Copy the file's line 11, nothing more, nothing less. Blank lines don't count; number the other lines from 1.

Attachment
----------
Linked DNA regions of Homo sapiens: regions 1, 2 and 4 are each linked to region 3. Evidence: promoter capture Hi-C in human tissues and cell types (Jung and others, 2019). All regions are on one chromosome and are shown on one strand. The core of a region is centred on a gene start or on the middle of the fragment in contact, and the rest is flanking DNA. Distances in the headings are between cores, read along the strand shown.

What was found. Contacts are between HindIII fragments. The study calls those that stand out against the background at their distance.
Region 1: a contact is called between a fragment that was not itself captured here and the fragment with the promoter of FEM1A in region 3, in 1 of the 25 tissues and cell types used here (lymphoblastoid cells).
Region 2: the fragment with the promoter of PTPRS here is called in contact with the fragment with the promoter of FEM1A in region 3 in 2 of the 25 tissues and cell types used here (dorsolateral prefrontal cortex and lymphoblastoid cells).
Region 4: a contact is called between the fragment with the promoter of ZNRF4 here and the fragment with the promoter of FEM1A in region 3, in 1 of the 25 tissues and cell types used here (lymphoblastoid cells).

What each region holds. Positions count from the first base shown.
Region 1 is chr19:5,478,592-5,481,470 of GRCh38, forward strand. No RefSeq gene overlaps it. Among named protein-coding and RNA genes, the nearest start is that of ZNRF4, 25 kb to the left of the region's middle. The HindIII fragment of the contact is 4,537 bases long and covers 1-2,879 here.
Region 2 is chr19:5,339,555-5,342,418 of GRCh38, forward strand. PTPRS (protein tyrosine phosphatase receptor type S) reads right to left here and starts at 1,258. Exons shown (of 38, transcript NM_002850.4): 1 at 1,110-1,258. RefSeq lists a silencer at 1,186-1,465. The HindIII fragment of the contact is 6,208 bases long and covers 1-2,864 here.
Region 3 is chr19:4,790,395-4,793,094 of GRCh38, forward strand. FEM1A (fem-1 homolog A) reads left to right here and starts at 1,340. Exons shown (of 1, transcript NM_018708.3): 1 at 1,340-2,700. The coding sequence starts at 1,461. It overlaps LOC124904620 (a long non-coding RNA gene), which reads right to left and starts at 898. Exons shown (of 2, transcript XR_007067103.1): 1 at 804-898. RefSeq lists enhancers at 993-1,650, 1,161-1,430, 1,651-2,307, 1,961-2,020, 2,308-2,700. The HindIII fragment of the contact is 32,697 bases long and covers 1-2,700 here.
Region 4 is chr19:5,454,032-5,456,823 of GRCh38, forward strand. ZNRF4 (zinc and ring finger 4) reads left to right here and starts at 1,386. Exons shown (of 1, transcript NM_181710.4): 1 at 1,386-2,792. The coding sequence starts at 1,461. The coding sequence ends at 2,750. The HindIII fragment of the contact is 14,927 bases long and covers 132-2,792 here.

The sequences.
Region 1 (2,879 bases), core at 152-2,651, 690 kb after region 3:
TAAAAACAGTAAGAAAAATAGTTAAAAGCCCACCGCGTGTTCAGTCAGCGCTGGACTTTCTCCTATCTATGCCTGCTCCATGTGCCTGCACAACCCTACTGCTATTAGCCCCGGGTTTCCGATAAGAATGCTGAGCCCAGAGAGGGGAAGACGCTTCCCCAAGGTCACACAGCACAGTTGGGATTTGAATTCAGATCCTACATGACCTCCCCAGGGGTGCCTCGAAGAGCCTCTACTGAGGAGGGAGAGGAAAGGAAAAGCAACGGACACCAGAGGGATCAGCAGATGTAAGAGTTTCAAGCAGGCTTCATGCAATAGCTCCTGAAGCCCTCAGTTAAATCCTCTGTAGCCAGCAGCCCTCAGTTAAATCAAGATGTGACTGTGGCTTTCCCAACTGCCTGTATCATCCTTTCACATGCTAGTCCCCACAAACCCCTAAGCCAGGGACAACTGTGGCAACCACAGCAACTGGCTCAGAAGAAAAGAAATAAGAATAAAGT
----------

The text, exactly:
The sequences.